Malaysian government a sick joke

COMMENT | While Malaysia is embroiled in controversy over 1MDB, the tiny Pacific nation of Vanuatu is showing the world it is walking the talk against corruption with a dramatic judicial blow to its corrupt political leaders.

It is in stark contrast in terms of concrete results to what is taking place in Malaysia. It begs the question, ‘How serious is Malaysia in tackling its problem of endemic and high-level corruption?’

When instead a government cracks down on whistleblowers and civil activists and clamps down on opposition politicians who are often the vanguard in the war on corruption – it is indeed baffling – and raises the criticisms and suspicions there is something to hide and someone to protect.

It is a criminal act against the rule of law and an abuse of power to punish those who expose corruption. It turns law enforcement upside down and results in legal anarchy.

The charging of Bersih 4 leader Maria Chin Abdullah is an illustration of the problem. The innocent become political victims when lawful acts of patriotism are deemed crimes when they are spuriously charged with various offences and double standards are applied.

Allegations of wrongdoings rot the fish from tail to head and leave an odious stench in a country’s governance. Unresolved and unconvicted cases of flagrant corruption weaken a country’s administration and give rise to more incidences of corruption.

Yet in Malaysia convictions of big fish despite a boost in anti -corruption government funding are rare. The recent jailing of former Selangor menteri besar Khir Toyo for corruption is proof there are corrupt activities at the top, something that is public knowledge. But so far while high profile former government leaders are sometimes charged, convictions are rare.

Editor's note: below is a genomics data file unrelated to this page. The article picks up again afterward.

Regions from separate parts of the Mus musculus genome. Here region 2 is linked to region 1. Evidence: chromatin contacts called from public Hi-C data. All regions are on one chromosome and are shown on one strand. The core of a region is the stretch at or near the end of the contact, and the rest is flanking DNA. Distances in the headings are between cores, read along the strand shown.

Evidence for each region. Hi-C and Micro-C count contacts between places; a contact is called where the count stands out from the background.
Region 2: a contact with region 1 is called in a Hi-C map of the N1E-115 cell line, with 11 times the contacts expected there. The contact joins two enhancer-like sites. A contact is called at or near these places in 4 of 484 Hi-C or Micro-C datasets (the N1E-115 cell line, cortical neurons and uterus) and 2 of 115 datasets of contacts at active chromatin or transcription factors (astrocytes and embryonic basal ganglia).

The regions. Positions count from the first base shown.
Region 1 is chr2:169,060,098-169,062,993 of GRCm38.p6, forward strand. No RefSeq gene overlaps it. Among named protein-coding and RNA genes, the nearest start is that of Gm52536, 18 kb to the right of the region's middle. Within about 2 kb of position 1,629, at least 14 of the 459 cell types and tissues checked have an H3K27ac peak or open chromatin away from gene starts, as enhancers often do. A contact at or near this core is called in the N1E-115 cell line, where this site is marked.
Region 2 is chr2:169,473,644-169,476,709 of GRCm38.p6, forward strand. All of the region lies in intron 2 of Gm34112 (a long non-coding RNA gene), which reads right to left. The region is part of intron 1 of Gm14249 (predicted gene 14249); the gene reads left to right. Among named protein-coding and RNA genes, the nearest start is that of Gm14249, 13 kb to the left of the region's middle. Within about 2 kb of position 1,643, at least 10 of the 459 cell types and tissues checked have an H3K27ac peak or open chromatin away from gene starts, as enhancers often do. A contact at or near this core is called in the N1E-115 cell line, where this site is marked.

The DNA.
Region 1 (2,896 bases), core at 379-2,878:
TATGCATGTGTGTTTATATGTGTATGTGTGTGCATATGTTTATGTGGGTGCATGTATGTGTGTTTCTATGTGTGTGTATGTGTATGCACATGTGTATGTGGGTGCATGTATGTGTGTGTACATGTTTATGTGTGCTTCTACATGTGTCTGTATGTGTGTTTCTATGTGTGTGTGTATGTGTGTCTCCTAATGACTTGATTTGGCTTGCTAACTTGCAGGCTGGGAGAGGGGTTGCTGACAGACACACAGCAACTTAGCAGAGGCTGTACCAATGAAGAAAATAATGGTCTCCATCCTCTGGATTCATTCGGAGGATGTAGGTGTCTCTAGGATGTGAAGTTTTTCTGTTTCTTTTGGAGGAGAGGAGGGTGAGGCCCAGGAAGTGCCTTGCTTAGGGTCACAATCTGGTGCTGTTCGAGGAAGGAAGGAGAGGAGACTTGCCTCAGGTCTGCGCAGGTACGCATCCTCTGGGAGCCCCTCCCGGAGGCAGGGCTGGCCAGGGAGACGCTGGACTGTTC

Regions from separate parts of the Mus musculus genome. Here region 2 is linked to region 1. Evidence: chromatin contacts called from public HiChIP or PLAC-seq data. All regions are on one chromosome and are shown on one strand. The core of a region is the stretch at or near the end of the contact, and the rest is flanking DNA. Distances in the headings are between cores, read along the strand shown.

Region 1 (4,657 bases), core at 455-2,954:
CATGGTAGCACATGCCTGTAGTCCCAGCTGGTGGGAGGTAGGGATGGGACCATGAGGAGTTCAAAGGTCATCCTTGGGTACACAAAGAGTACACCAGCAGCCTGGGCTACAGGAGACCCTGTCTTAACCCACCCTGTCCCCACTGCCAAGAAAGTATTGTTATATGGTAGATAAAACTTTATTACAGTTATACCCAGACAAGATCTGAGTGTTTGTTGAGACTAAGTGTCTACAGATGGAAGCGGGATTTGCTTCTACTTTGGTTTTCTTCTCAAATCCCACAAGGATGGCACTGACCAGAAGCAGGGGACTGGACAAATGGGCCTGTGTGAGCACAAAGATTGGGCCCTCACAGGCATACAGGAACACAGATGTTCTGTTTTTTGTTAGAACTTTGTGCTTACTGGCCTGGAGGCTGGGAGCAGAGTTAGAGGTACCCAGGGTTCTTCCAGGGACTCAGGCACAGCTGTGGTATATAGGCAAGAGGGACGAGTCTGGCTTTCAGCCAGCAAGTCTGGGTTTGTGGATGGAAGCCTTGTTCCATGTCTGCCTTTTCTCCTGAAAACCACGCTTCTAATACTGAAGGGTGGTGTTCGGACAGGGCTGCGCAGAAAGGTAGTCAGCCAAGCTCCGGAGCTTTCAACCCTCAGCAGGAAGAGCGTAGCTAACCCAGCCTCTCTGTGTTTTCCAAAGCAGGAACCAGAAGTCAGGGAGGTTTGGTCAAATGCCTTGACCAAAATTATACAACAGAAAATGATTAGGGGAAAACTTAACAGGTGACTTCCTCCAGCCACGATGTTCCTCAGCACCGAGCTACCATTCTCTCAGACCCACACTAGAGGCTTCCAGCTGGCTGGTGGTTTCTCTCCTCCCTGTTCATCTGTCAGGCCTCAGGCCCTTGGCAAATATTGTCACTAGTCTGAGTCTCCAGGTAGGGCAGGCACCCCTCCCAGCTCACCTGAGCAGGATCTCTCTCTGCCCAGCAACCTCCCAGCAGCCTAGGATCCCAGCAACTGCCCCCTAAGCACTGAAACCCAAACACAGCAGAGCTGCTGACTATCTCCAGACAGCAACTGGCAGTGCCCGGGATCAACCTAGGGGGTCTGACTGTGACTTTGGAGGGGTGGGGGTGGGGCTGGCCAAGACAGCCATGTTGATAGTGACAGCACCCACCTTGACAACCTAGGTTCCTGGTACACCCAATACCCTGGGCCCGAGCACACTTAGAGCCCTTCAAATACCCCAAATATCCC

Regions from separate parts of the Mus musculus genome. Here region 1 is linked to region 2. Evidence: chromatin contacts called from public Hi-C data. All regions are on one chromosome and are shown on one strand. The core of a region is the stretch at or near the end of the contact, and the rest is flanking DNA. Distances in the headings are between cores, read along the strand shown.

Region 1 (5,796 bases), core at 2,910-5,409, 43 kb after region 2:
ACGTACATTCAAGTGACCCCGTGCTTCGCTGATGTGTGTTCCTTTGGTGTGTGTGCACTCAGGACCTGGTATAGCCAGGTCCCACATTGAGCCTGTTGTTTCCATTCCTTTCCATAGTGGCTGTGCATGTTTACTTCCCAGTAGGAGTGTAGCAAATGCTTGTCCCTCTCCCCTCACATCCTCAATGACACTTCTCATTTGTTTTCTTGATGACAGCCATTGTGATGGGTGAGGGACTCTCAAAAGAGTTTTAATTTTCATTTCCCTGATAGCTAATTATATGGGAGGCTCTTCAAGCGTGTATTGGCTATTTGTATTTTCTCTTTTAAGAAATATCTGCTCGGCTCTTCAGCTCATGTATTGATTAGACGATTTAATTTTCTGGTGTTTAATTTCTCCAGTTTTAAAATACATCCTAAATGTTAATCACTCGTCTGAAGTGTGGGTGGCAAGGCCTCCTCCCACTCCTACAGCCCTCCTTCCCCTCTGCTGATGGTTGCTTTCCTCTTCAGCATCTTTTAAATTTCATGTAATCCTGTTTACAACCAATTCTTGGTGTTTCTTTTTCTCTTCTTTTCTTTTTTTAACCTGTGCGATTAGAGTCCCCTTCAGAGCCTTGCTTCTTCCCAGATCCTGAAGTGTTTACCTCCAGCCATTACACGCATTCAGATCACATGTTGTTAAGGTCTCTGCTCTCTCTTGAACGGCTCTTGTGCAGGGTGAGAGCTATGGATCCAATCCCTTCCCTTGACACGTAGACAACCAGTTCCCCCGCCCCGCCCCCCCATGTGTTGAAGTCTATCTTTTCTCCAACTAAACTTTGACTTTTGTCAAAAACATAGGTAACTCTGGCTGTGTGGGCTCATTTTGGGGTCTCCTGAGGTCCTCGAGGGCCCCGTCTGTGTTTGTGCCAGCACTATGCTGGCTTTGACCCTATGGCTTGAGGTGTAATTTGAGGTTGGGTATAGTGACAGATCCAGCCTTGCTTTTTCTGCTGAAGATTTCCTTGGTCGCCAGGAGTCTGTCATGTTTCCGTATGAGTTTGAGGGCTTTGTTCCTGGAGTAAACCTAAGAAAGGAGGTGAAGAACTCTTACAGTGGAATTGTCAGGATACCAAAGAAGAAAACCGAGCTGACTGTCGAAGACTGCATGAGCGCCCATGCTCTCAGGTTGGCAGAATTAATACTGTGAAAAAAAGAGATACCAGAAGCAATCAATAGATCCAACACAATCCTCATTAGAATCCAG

Thus in the Malaysian ‘political soap opera’, the incumbent government grapples with its receding credibility and PM Najib Abdul Razak, the star attraction in the 1MDB drama desperately clings to power while his former boss, Dr Mahathir Mohamad tries equally hard to unstage him and constantly harps on his wrongdoings, with justifiable reasons.

If the government is sincere in its political rhetoric against corruption it must prove beyond doubt that no one is above the law and that it will turn on its own to either convict or clear a leader from the taint of wrongdoings.

That has been the Vanuatu lesson to the world, and importantly and relevantly, Malaysia. But that may be a hard ask in Malaysia unless you have a leader of the calibre of Singapore’s late Lee Kuan Yew, who would tolerate no hint of corruption in his government.

Malaysia’s record in its efforts to stem corruption is unimpressive.

Malaysian government a sick joke
5/11/15 – malaysiakini


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All that is necessary
for the triumph of evil
is for good men
to do nothing.

- Edmund Burke
When the people
fears their government,
there is TYRANNY;
when the government
fears the people,
there is LIBERTY.

- Thomas Jefferson
Do you hear the people sing?



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